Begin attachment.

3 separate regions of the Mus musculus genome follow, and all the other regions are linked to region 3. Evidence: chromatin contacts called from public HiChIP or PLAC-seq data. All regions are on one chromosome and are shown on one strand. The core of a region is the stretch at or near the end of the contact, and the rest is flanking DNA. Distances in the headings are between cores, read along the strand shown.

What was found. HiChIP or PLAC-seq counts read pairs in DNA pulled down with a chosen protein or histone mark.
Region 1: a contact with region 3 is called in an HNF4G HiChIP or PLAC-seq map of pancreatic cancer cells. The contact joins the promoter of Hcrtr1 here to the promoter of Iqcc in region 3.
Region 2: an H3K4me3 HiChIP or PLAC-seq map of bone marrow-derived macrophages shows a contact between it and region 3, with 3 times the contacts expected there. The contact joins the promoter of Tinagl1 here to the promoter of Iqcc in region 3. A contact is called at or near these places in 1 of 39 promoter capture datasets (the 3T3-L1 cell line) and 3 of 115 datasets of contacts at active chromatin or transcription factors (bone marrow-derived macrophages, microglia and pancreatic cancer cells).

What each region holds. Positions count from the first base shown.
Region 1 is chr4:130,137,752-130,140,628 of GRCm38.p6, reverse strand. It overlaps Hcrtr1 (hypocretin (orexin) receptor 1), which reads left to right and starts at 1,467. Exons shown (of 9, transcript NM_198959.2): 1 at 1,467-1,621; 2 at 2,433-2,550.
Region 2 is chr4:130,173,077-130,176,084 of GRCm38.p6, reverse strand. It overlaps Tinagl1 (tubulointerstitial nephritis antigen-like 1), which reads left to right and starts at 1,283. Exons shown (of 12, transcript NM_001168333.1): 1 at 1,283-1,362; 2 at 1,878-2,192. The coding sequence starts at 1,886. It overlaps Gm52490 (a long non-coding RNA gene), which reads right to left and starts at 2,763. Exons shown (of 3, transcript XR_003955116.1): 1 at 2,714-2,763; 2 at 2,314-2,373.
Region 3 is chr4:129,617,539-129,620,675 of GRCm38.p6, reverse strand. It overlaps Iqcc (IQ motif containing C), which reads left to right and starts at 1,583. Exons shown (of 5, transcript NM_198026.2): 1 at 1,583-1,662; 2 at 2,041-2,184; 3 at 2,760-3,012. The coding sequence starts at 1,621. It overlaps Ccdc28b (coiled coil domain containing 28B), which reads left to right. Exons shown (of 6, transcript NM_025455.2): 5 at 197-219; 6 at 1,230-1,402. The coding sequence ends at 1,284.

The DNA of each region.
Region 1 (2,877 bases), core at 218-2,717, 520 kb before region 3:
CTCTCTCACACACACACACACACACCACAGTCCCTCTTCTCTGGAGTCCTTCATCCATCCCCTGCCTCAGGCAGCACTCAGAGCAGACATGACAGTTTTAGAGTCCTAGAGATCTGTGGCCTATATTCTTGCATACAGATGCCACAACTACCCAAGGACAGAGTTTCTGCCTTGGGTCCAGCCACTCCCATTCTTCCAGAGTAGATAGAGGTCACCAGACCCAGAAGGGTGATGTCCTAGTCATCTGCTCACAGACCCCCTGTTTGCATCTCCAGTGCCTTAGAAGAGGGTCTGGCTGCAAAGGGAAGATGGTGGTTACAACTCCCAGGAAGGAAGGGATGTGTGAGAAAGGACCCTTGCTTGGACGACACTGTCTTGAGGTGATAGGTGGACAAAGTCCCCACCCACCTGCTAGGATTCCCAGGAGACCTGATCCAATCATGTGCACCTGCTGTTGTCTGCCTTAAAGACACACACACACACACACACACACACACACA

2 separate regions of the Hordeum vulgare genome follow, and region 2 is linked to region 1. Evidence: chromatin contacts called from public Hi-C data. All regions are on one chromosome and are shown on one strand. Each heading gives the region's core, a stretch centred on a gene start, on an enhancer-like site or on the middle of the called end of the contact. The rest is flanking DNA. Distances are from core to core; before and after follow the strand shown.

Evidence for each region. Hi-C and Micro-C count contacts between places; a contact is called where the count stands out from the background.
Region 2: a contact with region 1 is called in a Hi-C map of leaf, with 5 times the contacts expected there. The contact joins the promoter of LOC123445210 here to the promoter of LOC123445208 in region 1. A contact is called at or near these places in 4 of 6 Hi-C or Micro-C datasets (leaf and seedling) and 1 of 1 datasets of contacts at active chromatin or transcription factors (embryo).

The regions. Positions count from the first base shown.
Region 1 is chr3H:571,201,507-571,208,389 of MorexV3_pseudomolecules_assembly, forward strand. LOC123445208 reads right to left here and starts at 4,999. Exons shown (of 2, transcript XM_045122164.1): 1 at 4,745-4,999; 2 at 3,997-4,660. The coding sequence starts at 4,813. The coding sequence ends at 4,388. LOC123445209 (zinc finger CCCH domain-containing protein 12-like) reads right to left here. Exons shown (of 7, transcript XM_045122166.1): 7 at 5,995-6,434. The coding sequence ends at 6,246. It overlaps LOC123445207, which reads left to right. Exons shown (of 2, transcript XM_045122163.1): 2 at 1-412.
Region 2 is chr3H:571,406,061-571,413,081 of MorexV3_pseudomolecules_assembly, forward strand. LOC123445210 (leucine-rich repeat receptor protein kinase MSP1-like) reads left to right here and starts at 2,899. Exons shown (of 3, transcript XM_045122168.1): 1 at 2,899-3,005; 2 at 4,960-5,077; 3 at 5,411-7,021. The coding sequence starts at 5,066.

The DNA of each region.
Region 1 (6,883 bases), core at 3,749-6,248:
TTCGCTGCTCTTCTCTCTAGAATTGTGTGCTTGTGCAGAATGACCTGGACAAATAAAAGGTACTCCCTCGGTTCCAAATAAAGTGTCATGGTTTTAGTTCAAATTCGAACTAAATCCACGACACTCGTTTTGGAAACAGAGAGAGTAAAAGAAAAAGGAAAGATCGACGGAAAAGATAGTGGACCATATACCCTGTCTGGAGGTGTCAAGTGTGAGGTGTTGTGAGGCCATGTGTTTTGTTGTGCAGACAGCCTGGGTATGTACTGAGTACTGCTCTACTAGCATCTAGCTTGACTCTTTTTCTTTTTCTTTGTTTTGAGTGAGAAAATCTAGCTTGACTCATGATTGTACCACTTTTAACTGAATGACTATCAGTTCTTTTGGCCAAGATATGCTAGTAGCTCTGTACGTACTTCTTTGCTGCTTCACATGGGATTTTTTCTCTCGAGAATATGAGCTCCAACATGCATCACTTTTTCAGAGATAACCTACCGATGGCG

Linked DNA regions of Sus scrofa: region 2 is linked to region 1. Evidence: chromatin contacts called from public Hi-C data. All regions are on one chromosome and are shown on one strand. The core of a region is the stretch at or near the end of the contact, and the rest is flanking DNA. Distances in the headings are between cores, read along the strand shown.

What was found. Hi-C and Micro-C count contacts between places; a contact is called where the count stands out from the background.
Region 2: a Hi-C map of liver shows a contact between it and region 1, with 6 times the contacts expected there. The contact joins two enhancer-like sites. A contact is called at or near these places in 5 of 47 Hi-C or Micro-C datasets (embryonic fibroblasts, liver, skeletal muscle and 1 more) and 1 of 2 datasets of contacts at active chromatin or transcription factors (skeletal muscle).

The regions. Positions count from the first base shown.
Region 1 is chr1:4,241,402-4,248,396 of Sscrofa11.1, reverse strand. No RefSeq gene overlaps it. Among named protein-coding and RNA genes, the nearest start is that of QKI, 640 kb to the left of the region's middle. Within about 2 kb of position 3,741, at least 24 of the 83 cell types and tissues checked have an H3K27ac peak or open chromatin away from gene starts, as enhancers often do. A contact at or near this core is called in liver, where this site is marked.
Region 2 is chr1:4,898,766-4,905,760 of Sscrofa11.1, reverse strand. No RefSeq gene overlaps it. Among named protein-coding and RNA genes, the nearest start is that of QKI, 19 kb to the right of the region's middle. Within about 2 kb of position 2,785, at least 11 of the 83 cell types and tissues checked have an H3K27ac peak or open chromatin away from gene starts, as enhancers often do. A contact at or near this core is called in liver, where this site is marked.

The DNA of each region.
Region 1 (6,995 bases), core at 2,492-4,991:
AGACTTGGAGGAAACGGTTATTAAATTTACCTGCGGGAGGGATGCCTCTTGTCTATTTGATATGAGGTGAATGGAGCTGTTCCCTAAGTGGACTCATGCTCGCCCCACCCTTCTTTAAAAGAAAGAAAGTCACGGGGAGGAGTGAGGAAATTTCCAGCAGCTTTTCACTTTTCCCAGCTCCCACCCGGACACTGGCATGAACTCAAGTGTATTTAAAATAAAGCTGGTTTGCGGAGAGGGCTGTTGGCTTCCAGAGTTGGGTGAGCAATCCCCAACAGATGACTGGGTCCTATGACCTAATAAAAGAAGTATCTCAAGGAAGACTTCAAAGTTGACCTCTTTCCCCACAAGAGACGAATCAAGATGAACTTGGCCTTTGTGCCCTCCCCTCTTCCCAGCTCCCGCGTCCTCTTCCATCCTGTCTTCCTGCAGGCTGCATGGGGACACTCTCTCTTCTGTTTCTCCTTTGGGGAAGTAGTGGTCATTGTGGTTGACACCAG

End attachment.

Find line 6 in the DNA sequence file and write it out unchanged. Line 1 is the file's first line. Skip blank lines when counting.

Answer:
Region 1 is chr4:130,137,752-130,140,628 of GRCm38.p6, reverse strand. It overlaps Hcrtr1 (hypocretin (orexin) receptor 1), which reads left to right and starts at 1,467. Exons shown (of 9, transcript NM_198959.2): 1 at 1,467-1,621; 2 at 2,433-2,550.